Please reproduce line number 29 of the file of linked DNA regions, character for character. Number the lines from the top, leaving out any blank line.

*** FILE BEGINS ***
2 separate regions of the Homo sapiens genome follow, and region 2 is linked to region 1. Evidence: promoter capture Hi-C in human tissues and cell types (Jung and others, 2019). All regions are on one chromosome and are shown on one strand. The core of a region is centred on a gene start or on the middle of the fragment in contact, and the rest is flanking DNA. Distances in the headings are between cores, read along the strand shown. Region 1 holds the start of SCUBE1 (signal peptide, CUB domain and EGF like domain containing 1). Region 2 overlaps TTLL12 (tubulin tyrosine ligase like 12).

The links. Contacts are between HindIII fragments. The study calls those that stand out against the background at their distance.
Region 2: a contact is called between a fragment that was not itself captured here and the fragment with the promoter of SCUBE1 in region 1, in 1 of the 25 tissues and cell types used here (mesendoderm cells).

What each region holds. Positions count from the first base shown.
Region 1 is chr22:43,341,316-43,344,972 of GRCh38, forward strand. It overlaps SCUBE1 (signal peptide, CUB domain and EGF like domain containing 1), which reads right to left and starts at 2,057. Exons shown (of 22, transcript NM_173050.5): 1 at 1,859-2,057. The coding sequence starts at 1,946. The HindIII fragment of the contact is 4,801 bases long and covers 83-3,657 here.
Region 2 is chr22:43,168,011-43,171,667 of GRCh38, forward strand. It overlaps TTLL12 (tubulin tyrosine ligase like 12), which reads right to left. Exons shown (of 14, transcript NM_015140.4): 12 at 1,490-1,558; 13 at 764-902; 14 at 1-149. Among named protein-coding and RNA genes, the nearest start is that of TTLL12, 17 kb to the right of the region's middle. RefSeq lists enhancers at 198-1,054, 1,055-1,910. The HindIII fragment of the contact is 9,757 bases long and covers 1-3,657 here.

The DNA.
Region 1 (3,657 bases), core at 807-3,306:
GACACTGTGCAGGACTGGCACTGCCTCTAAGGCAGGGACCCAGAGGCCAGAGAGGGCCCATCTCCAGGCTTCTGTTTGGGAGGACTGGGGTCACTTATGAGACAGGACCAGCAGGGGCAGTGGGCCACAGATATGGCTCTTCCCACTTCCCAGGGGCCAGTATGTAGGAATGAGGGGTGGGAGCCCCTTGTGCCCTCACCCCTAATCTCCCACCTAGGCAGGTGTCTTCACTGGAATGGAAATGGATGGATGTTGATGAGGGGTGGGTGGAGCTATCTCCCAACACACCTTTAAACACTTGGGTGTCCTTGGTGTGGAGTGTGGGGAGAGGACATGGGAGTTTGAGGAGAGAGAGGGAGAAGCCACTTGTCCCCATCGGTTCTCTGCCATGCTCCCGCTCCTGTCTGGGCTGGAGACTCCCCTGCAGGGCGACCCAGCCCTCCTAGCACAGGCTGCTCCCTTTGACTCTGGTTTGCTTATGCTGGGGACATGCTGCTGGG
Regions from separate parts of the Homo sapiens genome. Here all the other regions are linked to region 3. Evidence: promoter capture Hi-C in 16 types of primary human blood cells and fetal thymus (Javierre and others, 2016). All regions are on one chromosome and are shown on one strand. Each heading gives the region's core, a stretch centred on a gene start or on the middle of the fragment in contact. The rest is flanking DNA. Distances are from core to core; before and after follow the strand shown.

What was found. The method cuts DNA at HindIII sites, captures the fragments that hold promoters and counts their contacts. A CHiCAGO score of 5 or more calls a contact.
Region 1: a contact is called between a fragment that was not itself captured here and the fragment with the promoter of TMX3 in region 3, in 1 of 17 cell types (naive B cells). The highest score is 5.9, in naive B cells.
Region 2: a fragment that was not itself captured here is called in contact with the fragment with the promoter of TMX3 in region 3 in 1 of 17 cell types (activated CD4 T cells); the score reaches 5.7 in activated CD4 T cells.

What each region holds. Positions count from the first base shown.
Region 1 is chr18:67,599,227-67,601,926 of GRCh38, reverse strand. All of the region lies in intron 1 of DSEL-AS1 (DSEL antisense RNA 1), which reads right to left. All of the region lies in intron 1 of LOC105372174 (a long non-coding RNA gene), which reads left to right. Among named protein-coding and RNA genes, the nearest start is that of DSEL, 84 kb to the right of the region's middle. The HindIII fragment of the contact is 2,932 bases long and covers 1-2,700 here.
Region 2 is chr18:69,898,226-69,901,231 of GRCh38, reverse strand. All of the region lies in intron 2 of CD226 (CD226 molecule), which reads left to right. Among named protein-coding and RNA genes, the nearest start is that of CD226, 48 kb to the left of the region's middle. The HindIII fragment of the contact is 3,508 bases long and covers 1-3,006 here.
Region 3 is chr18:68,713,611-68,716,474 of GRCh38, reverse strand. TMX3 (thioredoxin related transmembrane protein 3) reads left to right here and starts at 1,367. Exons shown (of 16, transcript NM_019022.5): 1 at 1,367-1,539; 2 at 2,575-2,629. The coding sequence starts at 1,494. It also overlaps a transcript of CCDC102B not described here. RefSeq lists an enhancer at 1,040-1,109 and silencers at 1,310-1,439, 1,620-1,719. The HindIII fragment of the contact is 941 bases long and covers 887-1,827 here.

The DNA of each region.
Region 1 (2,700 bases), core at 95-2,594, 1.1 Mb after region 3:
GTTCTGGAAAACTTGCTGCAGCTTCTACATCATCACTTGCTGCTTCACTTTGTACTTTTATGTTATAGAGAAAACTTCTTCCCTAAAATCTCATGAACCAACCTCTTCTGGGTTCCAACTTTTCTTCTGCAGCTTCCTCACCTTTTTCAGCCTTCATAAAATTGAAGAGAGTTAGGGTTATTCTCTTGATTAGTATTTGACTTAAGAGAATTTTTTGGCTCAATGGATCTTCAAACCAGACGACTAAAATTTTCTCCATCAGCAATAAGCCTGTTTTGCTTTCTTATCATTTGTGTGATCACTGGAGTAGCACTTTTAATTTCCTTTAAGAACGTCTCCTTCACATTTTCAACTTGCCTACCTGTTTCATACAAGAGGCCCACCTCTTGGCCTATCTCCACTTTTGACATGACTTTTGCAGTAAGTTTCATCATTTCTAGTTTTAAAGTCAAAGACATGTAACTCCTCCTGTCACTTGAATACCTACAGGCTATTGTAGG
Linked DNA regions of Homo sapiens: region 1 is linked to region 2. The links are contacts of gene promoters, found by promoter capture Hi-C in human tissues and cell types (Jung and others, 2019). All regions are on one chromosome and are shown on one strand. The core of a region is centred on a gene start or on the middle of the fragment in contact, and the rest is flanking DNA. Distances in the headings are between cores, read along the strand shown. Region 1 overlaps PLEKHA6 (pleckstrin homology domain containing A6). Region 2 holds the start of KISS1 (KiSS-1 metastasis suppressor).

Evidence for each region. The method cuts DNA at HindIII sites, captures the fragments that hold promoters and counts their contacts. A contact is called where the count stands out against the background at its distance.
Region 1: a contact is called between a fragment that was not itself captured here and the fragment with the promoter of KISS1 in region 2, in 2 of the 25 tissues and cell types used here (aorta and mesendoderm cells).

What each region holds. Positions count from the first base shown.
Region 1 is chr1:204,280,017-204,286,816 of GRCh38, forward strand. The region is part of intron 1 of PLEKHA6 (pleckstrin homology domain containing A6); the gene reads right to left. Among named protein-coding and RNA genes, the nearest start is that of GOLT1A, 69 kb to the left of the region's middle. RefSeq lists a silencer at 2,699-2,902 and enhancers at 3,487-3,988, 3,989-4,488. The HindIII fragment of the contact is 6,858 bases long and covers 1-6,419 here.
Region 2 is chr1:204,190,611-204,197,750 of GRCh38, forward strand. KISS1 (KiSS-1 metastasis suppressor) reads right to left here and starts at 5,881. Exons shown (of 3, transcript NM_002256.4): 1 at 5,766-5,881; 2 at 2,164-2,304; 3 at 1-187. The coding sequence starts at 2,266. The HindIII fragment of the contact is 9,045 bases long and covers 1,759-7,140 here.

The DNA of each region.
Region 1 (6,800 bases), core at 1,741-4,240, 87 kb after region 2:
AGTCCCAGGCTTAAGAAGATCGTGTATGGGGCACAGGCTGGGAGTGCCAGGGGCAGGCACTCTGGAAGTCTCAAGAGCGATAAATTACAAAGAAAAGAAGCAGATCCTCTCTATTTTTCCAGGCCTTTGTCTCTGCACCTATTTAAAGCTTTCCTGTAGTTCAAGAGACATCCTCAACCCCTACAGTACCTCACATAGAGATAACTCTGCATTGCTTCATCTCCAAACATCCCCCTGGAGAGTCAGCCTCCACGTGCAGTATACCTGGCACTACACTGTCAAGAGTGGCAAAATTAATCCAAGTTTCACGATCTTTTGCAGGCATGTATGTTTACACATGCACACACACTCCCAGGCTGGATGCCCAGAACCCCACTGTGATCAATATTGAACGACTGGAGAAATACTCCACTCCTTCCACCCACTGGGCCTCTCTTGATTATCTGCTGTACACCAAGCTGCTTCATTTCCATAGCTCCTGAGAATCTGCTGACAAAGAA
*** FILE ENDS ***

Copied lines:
AGTCCCAGGCTTAAGAAGATCGTGTATGGGGCACAGGCTGGGAGTGCCAGGGGCAGGCACTCTGGAAGTCTCAAGAGCGATAAATTACAAAGAAAAGAAGCAGATCCTCTCTATTTTTCCAGGCCTTTGTCTCTGCACCTATTTAAAGCTTTCCTGTAGTTCAAGAGACATCCTCAACCCCTACAGTACCTCACATAGAGATAACTCTGCATTGCTTCATCTCCAAACATCCCCCTGGAGAGTCAGCCTCCACGTGCAGTATACCTGGCACTACACTGTCAAGAGTGGCAAAATTAATCCAAGTTTCACGATCTTTTGCAGGCATGTATGTTTACACATGCACACACACTCCCAGGCTGGATGCCCAGAACCCCACTGTGATCAATATTGAACGACTGGAGAAATACTCCACTCCTTCCACCCACTGGGCCTCTCTTGATTATCTGCTGTACACCAAGCTGCTTCATTTCCATAGCTCCTGAGAATCTGCTGACAAAGAA